For this week’s Dairy Focus, Agriland made the trip down to Co. Sligo to meet with Christopher Tuffy on his farm near Sligo town.
Christopher is leasing a 150ac farm and is milking 155 cows currently. The focus on this dairy farm is very much on grass, and producing milk solids from grass.
Christopher comes from a dairy farm near Enniscrone, where his father milked 60 cows. After completing the dairy herd management course at Kildalton Agricultural college, Christopher decided to head to New Zealand.
Then, on his return, he set out to farm on his own.
“I was mad to go milking,” he said.
“But, I had envisaged myself managing a herd of cows for someone else. The home farm wasn’t big enough and is fairly fragmented, so when the opportunity came up for here we said we’d go for it.”
Christopher credits his father’s support for being able to venture out on his own.
“People tell me now it was fairly brave, but looking back at it was more brave on my father’s behalf,” he said.
“My father took all the risk; I had nothing to lose, I was only 20 at the time.
“He backed me all the way and still plays a major role in the operation. I wouldn’t have been able to get where I am today without his backing.
“Dad now rears the calves and does a bit of relief milking for me. We also use the home farm for some silage.
“Dad makes a lot of high-quality silage, which is important for us here in the shoulders of the year.”
Located just outside of Sligo town, the farm consist of 150ac, of which Christopher says 140 is good, farmable land.
Christopher started on the farm in 2012 with 90 cows, consisting mainly of Christopher’s dad’s home herd and heifers.
Over the next few years herd size increased due to a combination of extra heifers and bought-in stock.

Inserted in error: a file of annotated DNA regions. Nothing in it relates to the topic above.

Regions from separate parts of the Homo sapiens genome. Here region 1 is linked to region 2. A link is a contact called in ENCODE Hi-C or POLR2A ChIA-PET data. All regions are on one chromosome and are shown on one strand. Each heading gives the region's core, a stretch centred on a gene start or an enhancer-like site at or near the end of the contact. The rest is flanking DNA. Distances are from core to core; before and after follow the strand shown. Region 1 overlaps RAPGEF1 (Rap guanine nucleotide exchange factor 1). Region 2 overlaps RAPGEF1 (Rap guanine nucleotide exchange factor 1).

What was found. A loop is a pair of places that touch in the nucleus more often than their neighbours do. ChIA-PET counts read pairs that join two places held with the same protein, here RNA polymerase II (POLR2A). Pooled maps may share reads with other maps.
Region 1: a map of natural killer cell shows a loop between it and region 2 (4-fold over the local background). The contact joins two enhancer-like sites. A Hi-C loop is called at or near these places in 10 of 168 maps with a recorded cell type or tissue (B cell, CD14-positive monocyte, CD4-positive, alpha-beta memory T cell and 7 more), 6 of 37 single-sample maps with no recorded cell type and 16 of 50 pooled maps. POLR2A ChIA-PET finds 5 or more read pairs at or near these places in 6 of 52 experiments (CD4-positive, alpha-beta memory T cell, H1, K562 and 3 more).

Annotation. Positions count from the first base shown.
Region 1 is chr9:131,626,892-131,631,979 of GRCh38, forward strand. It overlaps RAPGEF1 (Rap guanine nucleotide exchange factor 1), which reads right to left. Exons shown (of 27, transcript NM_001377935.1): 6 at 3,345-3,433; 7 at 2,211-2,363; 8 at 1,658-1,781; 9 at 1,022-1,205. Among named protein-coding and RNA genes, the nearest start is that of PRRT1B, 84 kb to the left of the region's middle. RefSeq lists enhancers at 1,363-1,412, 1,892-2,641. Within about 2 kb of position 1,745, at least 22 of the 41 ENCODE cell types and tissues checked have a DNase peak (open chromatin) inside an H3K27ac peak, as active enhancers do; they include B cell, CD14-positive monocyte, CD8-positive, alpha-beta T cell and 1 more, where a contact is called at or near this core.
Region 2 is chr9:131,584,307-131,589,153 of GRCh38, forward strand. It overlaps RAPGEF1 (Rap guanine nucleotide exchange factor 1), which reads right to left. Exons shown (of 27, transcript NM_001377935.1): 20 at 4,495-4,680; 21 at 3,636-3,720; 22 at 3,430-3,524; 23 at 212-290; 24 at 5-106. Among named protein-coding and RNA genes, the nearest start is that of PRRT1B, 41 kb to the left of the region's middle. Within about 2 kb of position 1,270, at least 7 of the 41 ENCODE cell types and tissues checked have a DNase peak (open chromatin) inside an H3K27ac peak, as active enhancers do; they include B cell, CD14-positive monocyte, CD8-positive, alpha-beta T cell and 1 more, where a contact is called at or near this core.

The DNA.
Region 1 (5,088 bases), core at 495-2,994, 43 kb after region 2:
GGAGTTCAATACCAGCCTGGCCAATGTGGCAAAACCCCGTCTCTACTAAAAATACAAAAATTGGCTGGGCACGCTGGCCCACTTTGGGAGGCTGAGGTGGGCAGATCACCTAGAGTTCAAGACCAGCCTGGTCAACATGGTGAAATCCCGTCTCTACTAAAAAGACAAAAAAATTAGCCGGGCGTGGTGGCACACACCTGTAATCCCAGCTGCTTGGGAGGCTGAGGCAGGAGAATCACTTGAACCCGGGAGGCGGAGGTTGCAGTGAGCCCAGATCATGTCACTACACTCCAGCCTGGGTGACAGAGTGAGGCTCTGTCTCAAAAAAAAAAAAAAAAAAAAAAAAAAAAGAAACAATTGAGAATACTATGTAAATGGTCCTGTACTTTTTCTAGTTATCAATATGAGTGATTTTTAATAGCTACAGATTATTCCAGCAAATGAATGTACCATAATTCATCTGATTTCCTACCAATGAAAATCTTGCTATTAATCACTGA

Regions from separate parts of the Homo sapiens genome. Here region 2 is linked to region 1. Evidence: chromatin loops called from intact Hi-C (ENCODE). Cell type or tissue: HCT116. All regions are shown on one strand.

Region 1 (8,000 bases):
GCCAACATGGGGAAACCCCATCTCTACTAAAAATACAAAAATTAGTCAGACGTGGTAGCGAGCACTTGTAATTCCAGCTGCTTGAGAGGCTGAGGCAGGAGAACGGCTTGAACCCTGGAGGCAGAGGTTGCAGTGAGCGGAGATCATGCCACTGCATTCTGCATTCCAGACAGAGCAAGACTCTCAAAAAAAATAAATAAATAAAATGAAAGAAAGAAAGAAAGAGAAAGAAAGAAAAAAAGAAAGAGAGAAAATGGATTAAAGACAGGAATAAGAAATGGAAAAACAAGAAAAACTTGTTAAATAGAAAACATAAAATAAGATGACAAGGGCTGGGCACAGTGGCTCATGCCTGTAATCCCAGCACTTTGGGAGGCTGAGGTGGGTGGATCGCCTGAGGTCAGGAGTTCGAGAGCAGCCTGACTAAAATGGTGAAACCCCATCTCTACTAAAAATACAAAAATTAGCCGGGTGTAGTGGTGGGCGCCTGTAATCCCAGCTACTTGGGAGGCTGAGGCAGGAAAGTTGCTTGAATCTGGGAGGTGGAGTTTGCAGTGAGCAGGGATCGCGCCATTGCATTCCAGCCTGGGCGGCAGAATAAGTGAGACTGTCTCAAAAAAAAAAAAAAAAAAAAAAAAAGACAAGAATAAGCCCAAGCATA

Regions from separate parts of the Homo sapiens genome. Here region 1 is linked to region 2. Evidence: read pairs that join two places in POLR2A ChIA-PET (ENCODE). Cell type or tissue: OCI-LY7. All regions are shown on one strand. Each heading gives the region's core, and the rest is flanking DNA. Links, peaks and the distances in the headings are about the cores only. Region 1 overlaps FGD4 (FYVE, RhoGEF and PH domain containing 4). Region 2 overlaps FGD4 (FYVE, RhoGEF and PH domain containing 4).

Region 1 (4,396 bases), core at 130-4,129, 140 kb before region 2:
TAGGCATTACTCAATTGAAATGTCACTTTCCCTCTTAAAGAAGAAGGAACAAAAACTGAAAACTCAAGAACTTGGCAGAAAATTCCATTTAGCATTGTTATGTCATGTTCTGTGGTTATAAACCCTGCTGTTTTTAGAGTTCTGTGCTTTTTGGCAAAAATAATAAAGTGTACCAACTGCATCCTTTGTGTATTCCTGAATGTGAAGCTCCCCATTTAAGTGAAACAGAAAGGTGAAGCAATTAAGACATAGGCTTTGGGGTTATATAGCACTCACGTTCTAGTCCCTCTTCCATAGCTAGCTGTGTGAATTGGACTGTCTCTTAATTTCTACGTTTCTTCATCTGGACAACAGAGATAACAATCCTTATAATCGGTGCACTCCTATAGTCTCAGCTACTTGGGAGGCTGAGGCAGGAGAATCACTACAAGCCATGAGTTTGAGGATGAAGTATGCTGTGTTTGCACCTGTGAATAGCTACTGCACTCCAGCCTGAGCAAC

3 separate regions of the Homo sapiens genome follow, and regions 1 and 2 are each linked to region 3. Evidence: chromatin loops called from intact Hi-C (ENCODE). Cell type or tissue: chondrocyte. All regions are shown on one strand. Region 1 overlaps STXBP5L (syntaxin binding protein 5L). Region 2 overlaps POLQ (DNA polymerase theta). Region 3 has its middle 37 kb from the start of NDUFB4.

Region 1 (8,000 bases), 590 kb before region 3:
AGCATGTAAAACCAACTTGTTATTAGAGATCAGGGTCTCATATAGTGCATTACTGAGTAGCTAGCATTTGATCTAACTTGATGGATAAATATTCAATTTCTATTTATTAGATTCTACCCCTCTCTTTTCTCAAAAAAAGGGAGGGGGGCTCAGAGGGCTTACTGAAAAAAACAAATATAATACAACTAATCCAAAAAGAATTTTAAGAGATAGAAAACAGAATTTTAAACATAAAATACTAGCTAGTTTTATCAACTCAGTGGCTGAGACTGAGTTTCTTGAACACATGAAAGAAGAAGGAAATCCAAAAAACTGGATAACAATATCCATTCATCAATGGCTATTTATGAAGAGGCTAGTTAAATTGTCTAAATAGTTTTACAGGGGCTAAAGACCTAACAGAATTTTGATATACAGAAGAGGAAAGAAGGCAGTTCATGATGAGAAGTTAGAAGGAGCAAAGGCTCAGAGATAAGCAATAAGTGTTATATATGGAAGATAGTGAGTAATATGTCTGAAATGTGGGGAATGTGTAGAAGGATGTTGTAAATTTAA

“We are at maximum numbers for the farm now at 155 cows. We hit that number in 2015 and actually came back in numbers for a few years. The farm just wasn’t growing enough grass at the time,” said Christopher.
“It also allowed us to remove some of the poorer-performing cows and breed off our best cows.
“Every acre of the farm had to be reseed and soil fertility was also quite poor.”
The farm was a beef farm, so a parlour needed to be constructed, along with a cubicle shed.
“We were able convert an existing shed into a 160-cubicle and constructed a 20-unit Dairymaster milking parlour,” Christopher added.
“The real attraction to the farm was that it has loads of slurry storage and none need to be constructed.”
The road to get the herd to where it is today has been a struggle for Christopher, with a lot of challenges in the way.
“The first few years were tough,” he said.
“We weren’t growing enough grass and the farm was slow enough to get going.
“What those years did do was build the foundation of a good herd of cows and set the farm up.
“In 2018 the farm really took, we had been struggling around 400kg of milk solids at the time – which doesn’t sound too bad.
“But when you have a high-cost system you need more, you have very high fixed-costs, so more is needed to pay for those costs.
“The herd improved and hit 3.7% protein and 440kg of milk solids.”
Continuing, Christopher said: “You’d think expansion is going to be rosey, but in reality it was tough. It was a hard road, but looking back now it was worth it.
“There were times when cows were housed in the middle of summer and you were feeding 5/6kg of meal and only getting 1.5kg of milk solids and you think; is this ever going to change?
“Coming from a system at home that was stable and then you move into a system where everything just wasn’t working as well, I suppose you have to have confidence in the plan and we stuck to our guns and it has worked out for us now.”
A simple system is operated on this dairy farm, with grass, as previously stated, very much the focus.